“We’re seeing the emergence of bacteria that are resistant to last-line antibiotics, which severely limits treatment options. It’s one of the biggest public health threats in Europe and globally."

7. Depend on over-the-counter relief

The best medication to soothe a cold might surprise you: over-the-counter painkillers such as paracetamol, aspirin or ibuprofen.

“Most people don’t think of it, but they treat sore throat pain, sinus pain, muscle aches and pains, chills, fever and headaches,” Eccles says.

Nearly as effective: nasal sprays with decongestants such as xylometazoline or oxymetazoline, which can relieve stuffy noses for ten to 12 hours.

“Decongestant tablets are only one-fifth as effective and they don’t last as long,” Eccles says.

8. Curl up in bed

Prevent a Cold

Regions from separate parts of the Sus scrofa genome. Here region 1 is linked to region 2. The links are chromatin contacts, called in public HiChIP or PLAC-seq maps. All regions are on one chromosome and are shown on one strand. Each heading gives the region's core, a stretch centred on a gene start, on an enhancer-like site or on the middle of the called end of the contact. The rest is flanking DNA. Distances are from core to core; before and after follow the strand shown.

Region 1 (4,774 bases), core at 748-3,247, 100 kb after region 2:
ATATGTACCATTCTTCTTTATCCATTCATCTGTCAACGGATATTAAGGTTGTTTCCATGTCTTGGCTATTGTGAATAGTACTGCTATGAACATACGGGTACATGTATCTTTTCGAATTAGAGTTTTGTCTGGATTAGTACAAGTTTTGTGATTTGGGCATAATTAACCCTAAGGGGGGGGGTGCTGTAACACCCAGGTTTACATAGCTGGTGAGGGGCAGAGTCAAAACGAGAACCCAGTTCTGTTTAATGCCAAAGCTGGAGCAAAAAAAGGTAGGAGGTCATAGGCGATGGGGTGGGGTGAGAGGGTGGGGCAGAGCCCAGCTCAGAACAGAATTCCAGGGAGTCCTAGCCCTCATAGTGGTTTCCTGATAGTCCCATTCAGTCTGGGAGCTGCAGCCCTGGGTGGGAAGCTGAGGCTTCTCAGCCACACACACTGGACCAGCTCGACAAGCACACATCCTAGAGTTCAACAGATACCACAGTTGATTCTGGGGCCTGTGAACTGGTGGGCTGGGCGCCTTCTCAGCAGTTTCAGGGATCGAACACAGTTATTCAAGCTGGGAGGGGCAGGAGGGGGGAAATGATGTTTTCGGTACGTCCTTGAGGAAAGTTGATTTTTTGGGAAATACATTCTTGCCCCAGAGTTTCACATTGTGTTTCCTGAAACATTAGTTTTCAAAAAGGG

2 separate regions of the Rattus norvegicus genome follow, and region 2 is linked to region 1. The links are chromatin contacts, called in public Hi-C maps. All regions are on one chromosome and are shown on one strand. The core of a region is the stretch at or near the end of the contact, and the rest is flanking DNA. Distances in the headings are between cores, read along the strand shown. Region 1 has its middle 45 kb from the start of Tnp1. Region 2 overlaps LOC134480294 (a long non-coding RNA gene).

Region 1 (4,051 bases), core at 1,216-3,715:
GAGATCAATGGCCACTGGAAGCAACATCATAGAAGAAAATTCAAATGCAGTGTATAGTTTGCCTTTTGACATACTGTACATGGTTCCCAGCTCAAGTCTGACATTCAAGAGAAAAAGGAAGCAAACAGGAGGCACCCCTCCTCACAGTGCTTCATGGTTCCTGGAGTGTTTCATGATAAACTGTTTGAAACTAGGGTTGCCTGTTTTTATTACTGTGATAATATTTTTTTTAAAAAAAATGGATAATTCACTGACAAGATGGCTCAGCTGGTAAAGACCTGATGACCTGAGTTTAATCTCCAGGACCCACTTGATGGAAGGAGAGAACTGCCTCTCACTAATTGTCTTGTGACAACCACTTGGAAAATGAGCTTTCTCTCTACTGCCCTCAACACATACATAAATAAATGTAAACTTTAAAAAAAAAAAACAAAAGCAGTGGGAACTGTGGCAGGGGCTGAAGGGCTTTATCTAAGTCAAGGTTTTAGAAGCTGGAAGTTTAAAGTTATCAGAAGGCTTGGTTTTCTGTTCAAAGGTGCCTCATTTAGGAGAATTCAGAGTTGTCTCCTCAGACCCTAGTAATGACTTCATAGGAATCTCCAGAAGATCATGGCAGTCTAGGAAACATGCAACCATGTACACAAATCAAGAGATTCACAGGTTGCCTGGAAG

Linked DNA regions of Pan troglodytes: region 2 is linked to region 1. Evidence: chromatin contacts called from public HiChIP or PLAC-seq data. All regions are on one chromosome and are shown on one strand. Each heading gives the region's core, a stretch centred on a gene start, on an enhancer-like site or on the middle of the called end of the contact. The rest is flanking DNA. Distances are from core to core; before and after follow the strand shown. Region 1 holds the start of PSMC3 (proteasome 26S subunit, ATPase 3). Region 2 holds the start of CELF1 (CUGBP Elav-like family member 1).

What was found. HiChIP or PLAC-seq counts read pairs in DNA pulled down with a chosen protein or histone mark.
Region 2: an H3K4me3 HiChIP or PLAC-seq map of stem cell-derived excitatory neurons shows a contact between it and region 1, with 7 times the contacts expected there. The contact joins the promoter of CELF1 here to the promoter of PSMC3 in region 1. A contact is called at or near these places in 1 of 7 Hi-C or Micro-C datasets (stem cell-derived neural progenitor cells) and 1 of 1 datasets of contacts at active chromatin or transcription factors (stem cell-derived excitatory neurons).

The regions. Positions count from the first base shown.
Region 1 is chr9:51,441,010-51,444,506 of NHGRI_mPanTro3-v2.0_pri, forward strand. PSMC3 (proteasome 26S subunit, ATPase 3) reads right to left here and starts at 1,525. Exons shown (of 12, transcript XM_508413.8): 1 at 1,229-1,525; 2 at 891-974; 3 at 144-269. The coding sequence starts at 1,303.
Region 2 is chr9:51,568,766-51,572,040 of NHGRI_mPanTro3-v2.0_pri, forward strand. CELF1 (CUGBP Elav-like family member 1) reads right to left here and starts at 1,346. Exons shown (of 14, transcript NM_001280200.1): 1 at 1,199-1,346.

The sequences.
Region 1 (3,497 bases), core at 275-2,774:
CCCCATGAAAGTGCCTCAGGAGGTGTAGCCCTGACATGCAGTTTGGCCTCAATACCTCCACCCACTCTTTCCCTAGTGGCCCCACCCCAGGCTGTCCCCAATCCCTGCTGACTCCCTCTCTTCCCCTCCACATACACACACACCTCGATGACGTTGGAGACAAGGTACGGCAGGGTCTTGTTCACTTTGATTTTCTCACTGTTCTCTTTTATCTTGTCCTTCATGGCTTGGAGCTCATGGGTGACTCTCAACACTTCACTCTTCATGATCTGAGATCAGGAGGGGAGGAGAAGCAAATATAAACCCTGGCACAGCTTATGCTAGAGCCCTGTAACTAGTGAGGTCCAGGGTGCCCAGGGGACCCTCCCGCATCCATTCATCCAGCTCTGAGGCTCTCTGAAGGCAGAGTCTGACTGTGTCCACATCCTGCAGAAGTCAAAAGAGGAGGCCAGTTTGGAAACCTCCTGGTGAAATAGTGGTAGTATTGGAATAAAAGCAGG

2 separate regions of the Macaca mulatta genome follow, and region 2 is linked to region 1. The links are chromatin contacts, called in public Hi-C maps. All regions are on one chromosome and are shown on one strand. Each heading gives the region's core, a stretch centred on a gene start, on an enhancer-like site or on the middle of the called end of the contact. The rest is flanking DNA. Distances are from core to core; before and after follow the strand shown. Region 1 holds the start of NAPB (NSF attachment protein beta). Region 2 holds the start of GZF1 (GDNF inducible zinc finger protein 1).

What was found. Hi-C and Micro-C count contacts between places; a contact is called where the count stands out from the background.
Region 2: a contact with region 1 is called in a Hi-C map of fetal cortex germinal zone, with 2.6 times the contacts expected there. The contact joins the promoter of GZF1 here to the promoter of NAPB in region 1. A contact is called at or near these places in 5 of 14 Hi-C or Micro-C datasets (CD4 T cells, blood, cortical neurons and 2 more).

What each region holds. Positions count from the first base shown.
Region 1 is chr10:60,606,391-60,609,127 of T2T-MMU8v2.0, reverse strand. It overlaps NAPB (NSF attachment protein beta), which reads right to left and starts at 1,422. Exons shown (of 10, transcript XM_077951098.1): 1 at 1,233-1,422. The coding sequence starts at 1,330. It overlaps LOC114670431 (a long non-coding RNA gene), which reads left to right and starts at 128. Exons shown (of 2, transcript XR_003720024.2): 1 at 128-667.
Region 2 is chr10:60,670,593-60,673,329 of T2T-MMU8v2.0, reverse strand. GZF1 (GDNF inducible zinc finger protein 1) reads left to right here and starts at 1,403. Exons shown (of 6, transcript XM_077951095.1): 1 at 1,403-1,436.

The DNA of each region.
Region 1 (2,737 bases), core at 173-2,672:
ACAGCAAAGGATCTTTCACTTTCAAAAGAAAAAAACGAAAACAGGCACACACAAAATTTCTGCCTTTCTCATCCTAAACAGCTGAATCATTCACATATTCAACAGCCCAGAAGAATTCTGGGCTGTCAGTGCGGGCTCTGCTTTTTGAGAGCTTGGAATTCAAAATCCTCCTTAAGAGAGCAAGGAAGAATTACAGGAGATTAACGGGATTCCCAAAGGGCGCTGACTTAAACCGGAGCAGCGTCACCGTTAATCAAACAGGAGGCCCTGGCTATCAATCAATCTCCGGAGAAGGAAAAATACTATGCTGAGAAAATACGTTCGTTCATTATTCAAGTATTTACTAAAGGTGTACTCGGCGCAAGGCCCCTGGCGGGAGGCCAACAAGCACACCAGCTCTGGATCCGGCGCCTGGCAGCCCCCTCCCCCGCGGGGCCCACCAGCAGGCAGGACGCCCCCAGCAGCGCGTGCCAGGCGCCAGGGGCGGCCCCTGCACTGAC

Many studies have found a connection between sleep deprivation and a higher incidence of colds. When you’re tired, it’s harder to work efficiently. That’s how your immune system feels when it has to fight off viruses without ample rest.

Sleep deprivation is a big problem in Western countries,” Penttinen says. “The strongest defence against colds is the body’s own immune defence system. Healthy lifestyles across the board—including sleeping enough—are a good way of keeping defences up.”

9. Do your D

Some studies suggest that vitamin D supplements may help to prevent colds during winter, although more research is needed.

People produce vitamin D when the skin is exposed to sunlight, but in winter, people are exposed to sunlight less often.